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In re Ledstrom

United States District Court, D. Nevada

January 27, 2017

IN RE AFRODITI LEDSTROM.
v.
DOLORES ELIADES, Appellee. PETER ELIADES, et al., Appellants,

          OPINION

          ANDREW P. GORDON UNITED STATES DISTRICT JUDGE

         Appellants Peter Eliades; Peter Eliades as Trustee of the Eliades Family Trust; Aristotle Holding, LP; Pete the Greek, LLC; and Aristotelis Eliades appeal the bankruptcy court's preliminary ruling on a variety of issues in a consolidated adversary action. ECF Nos. 1, 20, 23. Appellee Dolores Eliades opposes. ECF No. 41. The receiver appointed by the bankruptcy court also filed an opposition brief. ECF No. 46.

         I. BACKGROUND

         This case arises out of a dispute about who owns and controls a family-run business, the Olympic Garden Gentlemen's Club (also known as the “OG”), and who owes what to whom as a result of the family's financial transactions. On one side are: (1) appellant Peter Eliades (the father of Dolores, Aristotelis, and Afroditi) and entities controlled by him; (2) appellant Aristotelis Eliades (also known as Telly); and (3) non-appellant and debtor Afroditi Eliades. The bankruptcy court and the parties refer to this side of the dispute as the Eliades Family Group. On the other side is appellee Dolores Eliades.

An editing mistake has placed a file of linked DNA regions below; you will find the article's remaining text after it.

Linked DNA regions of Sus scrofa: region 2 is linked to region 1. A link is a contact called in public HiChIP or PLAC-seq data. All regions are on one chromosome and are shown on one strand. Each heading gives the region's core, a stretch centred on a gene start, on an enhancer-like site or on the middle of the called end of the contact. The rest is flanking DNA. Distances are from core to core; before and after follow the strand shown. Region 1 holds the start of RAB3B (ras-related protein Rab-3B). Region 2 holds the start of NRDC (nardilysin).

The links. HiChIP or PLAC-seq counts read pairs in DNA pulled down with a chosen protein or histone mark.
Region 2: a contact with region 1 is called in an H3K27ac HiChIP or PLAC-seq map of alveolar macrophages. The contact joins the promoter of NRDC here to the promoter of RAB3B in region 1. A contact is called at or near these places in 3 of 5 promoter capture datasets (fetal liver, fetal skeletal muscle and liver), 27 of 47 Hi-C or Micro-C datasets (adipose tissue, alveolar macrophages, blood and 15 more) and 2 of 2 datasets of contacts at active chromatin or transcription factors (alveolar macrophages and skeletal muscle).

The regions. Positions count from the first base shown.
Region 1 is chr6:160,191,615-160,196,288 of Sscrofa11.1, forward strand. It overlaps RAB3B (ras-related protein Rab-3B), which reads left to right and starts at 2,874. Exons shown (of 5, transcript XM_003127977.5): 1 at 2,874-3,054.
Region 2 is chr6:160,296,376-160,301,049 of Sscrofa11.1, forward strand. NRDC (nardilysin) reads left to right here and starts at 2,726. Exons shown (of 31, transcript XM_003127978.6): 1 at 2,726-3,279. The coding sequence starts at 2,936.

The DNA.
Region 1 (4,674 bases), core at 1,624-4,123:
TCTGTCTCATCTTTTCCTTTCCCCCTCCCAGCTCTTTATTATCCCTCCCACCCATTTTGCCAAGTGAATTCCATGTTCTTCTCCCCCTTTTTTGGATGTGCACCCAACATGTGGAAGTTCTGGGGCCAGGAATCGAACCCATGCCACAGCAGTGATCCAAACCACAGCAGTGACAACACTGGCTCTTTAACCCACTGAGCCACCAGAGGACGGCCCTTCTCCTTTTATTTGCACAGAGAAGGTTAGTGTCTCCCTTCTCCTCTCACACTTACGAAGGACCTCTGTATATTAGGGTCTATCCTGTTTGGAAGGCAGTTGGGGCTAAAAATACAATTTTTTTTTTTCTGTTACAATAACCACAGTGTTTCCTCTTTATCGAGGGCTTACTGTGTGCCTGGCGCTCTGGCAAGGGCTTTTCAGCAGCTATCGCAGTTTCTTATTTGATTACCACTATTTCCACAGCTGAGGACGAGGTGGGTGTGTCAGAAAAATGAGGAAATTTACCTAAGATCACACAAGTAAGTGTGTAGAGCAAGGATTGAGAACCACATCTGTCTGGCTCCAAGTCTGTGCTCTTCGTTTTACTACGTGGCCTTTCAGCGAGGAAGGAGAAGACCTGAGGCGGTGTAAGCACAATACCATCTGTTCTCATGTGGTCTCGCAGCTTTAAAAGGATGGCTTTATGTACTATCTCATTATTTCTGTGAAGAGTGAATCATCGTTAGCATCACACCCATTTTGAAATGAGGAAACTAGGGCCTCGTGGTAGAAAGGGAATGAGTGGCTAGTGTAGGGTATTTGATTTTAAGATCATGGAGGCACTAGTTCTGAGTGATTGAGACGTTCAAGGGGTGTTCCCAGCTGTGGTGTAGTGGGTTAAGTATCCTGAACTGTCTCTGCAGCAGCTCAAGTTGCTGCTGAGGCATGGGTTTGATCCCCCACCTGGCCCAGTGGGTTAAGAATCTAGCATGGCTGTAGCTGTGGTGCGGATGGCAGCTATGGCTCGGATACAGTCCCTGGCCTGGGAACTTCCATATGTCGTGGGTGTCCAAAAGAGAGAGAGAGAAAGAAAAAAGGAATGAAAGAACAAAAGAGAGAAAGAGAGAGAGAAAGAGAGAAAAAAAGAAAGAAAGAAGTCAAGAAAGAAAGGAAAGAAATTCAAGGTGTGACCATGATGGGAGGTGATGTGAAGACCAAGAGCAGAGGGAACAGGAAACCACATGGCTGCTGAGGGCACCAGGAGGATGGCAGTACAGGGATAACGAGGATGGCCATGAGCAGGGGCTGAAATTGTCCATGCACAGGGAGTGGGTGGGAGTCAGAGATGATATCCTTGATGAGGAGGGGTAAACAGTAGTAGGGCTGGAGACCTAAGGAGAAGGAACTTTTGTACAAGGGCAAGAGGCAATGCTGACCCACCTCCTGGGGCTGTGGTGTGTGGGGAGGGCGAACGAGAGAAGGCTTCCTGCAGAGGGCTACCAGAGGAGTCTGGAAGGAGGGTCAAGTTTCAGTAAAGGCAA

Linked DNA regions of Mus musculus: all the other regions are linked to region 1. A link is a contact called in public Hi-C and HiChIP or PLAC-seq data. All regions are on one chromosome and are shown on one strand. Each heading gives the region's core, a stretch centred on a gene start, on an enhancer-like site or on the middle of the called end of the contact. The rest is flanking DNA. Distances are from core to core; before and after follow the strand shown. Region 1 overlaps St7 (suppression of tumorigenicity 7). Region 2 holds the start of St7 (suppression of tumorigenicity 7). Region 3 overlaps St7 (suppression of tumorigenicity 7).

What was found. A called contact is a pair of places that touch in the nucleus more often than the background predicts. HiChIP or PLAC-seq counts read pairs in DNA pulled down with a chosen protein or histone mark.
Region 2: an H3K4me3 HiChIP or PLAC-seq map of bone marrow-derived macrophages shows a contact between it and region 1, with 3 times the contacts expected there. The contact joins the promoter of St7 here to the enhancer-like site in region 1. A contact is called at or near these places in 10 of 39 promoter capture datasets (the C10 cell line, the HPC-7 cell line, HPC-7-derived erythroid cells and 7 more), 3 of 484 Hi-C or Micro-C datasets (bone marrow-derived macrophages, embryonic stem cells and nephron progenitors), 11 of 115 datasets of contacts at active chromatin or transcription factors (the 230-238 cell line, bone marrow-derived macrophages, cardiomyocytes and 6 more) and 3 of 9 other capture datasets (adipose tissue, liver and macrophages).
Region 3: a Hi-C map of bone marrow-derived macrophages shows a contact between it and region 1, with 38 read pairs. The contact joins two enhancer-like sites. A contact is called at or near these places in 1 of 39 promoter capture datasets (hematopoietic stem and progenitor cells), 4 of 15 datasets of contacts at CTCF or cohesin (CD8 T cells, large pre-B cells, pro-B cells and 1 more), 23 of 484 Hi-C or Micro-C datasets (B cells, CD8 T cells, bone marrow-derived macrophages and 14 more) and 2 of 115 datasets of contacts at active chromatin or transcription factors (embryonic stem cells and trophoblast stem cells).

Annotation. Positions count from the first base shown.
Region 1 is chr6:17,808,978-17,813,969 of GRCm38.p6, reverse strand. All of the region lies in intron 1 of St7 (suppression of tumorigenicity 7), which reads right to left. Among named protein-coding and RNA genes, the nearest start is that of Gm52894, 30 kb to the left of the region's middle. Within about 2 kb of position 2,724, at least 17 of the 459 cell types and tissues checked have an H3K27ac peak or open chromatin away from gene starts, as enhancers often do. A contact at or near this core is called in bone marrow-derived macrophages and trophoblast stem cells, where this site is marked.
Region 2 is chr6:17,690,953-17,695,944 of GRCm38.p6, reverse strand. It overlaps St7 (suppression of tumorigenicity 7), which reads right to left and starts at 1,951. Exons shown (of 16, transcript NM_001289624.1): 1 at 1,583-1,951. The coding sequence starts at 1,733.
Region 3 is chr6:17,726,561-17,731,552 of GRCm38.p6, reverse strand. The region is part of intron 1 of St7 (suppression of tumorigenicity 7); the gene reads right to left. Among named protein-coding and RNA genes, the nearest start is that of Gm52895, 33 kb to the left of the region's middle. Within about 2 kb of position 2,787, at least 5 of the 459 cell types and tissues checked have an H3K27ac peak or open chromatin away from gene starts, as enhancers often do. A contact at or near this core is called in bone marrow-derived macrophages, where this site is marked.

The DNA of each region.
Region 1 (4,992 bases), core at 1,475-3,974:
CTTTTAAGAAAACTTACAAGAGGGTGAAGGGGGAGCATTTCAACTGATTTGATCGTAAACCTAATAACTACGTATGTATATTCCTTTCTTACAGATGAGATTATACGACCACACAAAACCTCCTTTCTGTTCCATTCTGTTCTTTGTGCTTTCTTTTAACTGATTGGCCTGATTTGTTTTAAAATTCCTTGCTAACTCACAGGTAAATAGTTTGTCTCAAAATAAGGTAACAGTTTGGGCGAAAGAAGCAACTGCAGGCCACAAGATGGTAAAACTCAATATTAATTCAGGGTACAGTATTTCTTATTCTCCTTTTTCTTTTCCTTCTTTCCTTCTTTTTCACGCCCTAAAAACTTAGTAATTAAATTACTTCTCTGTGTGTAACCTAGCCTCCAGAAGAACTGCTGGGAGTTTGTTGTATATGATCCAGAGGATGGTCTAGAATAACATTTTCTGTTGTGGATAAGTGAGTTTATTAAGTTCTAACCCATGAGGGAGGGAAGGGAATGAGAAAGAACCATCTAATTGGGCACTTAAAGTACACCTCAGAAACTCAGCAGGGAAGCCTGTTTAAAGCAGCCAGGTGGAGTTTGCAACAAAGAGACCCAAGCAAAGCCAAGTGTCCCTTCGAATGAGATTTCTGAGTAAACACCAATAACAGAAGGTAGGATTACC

The consolidated adversary action involves interrelated lawsuits filed in state court that were removed to the bankruptcy court as part of Afroditi's bankruptcy proceeding. The first lawsuit was filed in December 2009 by the Eliades Family Group against Dolores regarding alleged breaches of loan agreements, breach of fiduciary duties, and fraud. ECF No. 1 at 51. Dolores counterclaimed that Peter, Telly, and Afroditi were conspiring against her to deprive her of her interest in the OG. Id. In 2011, Dolores filed her own complaint but the state court determined it was duplicative of her counterclaims in the first lawsuit so it was dismissed. Id. at 52. In November 2011, Aristotle Holding (an entity owned by Peter) filed an unlawful detainer action against the OG, alleging that the club was not paying rent and was holding over after being notified its lease was terminated. Id.

         In 2012, Afroditi filed for bankruptcy after a multi-million-dollar judgment was entered against her in litigation related to a car accident in which a third party, Michael Ponzio, was killed. Id. at 53. Afroditi then removed the state court litigation to bankruptcy court where all the lawsuits were consolidated into one adversarial proceeding. Id.